GREEEN BROOK, NJ – A special assembly held Jan. 22 at the Irene E. Feldkirchner (IEF) Elementary School provided students with an up-close-and-personal look at drones and all the positive things they can do.

Students in pre-kindergarten through fourth grade gathered in the school’s gymnasium for the assembly, which was sponsored by the Green Brook Education & Athletic Foundation (GBEAF) and conducted by Connor Leszczuck, owner of the Verona-based company Aspekt Aerial. Several district officials were also in attendance,  including Kevin Carroll, superintendent of Green Brook Schools; Armand Lamberti, principal of IEF Elementary School and vice president of GBEAF; and Pavita Howe, GBEAF president.

“Programs like this help educators to inspire children and get them excited about technology and innovation at an early age,” said Howe. “[Leszczuk’s] presentation was an introductory event for the younger students to learn about drones and get excited about technology in general.”

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For Leszczuk, whose company builds custom drones varying in size and configuration for personal and commercial use, the goal of assembly’s such as the one at IEF is to peak students’ interests at a young age while also providing them with information on the positive and safe uses for drones.

“These days, it seems you cannot turn on the television without hearing the ‘D’ word and in most cases it’s something negative about them,” Leszczuck told TAPinto North Plainfield, Green Brook & Watchung. “This program not only gets kids thinking about what they can do, safely, with drones for fun but also how they can potentially work with drones in their career down the line.”

During the assembly, Leszczuck answered questions, reviewed the different materials used to make drones, discussed how cameras and infrared can be attached, described how motors are used to make drones work, and  explained the differences in the drones he brought with him. Leszczuk also reminded the students that any drone flown outside, even small handheld ones used for fun, must be registered and stressed that all drones are prohibited from being flown within a 5-mile radius of an airport.

“The drones aren’t the problem; it’s the people who operate them. That’s why people of all ages need to have keen knowledge on how to use them,” Leszczuk told the students, explaining how, if used properly, drones can be extremely useful and assist in search and rescue, building and/or roof inspections, real estate videos, safety operations, and more. “The options are limitless,” he said.

For most students, the highlight of the assembly was Leszczuck’s indoor drone demonstration. According to fourth grader Jake Hartlieb, it was ‘really cool.’ “My favorite part was when he drove the drones around the gym,” said Jake, who said he was considering asking for a drone one for his birthday, which is coming up on Feb. 16.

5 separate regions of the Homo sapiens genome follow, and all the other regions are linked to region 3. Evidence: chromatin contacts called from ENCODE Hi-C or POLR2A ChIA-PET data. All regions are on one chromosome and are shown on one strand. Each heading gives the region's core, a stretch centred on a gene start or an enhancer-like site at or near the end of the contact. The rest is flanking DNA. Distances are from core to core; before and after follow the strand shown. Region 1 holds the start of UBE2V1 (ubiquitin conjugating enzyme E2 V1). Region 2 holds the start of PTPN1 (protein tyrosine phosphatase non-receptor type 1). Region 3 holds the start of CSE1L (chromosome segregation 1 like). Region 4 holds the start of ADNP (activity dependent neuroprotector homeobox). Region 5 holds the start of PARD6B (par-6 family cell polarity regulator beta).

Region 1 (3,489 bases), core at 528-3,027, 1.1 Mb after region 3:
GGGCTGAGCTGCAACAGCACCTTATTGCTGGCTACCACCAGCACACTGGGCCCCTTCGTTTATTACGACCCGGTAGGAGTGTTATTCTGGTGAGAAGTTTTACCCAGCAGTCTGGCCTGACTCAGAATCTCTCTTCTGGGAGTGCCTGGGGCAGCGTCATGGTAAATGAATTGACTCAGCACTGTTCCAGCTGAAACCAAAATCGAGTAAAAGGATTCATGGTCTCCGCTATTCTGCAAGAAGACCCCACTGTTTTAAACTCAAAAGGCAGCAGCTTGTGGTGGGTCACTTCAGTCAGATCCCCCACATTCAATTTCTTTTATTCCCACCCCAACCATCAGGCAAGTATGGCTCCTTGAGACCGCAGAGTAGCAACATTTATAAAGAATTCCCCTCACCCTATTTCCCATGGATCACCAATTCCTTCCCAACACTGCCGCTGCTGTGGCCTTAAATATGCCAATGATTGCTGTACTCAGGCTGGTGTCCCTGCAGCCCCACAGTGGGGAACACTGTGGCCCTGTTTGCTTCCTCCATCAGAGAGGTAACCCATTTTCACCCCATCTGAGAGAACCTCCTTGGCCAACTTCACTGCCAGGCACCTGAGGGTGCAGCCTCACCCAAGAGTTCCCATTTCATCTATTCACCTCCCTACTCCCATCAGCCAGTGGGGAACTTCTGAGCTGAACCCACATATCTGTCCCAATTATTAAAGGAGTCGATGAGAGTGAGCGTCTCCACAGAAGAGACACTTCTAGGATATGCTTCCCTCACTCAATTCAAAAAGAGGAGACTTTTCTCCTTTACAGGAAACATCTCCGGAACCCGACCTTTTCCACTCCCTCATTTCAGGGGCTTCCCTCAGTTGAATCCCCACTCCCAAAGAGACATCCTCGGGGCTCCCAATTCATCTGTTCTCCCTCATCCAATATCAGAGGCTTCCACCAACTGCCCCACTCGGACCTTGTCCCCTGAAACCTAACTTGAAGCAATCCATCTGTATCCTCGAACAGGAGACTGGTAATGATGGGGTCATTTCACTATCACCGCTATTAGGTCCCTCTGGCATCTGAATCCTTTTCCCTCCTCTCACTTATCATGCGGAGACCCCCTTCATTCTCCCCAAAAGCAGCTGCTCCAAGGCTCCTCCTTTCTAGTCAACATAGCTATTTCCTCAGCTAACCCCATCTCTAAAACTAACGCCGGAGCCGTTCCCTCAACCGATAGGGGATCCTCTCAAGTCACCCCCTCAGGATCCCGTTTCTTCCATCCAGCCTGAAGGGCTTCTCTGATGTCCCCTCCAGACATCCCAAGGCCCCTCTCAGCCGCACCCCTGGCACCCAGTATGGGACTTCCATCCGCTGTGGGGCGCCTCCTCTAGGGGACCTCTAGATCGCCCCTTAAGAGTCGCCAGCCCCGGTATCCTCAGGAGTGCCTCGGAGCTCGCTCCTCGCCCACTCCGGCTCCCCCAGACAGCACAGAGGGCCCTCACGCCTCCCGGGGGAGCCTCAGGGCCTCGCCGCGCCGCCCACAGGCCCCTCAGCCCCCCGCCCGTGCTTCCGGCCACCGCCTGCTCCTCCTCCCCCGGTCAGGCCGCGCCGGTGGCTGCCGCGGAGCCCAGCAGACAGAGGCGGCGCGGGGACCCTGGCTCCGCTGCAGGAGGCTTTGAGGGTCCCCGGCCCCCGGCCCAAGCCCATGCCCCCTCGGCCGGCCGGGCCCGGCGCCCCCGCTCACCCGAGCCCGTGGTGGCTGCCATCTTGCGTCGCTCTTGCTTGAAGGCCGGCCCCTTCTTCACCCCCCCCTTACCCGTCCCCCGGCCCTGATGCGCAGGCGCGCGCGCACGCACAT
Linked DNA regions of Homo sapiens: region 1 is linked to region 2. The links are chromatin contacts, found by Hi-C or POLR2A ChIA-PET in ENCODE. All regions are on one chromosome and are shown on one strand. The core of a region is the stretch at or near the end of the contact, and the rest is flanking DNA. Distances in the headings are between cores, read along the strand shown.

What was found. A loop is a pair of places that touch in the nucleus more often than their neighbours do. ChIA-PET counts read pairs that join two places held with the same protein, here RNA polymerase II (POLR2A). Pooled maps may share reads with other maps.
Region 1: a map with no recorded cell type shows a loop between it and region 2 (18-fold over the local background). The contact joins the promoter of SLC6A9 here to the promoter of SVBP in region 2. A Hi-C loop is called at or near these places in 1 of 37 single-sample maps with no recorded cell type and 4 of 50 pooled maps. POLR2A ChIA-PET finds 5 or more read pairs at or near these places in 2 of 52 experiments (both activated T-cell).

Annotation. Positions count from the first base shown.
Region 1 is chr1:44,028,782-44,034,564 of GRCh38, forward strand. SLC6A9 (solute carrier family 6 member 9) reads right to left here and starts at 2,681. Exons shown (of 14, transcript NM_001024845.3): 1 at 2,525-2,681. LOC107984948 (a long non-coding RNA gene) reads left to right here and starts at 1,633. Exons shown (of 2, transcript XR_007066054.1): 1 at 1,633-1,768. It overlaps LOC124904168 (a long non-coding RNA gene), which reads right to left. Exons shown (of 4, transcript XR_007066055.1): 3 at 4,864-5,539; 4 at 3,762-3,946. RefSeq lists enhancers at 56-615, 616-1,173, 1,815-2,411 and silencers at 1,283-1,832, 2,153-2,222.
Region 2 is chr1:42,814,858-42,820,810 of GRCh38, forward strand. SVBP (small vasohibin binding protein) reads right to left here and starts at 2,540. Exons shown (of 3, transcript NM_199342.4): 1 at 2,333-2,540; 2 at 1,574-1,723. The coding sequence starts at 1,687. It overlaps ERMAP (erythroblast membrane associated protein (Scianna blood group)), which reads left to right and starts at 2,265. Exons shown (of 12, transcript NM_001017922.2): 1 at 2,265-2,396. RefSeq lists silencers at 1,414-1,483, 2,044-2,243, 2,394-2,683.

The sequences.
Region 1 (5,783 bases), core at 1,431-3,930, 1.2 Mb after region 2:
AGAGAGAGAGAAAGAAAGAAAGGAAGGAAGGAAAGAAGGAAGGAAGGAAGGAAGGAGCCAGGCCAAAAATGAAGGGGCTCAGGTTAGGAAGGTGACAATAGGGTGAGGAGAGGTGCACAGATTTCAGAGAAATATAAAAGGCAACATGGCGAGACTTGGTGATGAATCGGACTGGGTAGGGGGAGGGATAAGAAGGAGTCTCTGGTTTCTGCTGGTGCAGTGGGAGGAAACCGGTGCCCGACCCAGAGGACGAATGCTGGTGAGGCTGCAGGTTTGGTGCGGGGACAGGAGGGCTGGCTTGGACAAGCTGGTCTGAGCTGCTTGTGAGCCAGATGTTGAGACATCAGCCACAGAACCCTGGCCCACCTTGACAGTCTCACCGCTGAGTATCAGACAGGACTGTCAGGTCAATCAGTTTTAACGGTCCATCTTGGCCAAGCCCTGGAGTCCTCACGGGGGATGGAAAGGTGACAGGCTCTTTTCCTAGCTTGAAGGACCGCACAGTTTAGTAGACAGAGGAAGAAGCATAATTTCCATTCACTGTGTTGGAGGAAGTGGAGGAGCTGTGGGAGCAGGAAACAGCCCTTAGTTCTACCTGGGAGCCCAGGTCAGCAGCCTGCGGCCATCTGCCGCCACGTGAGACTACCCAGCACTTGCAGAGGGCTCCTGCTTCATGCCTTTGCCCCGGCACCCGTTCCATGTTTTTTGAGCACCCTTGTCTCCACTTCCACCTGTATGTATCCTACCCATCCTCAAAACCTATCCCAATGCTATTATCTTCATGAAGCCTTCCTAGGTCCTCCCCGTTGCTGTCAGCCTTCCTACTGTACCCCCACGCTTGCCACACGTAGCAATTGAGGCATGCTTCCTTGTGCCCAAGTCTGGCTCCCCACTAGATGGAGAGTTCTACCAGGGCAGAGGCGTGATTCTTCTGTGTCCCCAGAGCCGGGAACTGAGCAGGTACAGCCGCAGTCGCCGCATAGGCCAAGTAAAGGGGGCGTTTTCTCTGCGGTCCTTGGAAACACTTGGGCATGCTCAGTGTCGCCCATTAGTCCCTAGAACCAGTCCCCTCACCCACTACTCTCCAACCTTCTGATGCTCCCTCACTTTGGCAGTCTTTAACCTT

Classmate Aria Anthony said, “I liked how they flew through the air and didn't crash into anything. I kind of want one now.”

“The children loved this event. The fact that Connor was able to keep the attention of over 400 elementary school children is a great testament to him and his presentation,” said Howe. “The students were clearly engaged and asked great questions about the use, construction, and rules related to drones. And of course, the ‘wow factor’ was high when Connor demonstrated a drone flight in the school gymnasium.”

Programs such as Friday’s assembly, said Lamberti, help expand upon the district’s mission to peak elementary-age students’ interest in STEAM (Science, Technology, Engineering, Arts and Mathematics) at an early age. “Here at IEF, we want to get out students excited about STEAM at a young age so that they go to the middle school with increased interest and knowledge,” said Lamberti. “Here, we are STEAM driven; our goal is for students to be ‘kid-ventors’ and programs like this whet their appetite.”

Fourth grader Nila Ganesh said the program definitely sparked her interest. “You learned all these things and about the electronics,” said Nila, adding, “I heard that next year, at the middle school, there’s a program and you can sign up for it and build drones. I think that is going to be good for us to learn about this stuff.”

GBEAF recently provided funding for a new pilot program to Green Brook Middle School through which 7th and 8th graders will learn about drones and their applications as well as actually build their own drones in the classroom. Both the kits and award-winning curriculum for the program will be provided by Aspekt Aerial (http://www.aspektaerial.com). Additionally, the Foundation also funded a new program for IEF Elementary School that features a robot the students can not only program to walk and talk but also interact with.

According to Howe, one of the goals of GBEAF is to bring innovative new programs to Green Brook Schools and the middle school program will enable students to learn about drones and get first-hand experience building their own drones in the classroom. “Green Brook Schools are committed to providing opportunities to expose the children to STEAM and show them that there are so many interesting things that they can learn and do themselves,” she said. “As our Superintendent Kevin Carroll likes to say ‘we want students to know that something they are excited about could be their job when they grow up!’”

Howe added. “We believe Green Brook will be a ‘school district to watch’ as a result of the academic programs they are bringing to students to expose them to all aspects of STEAM.”

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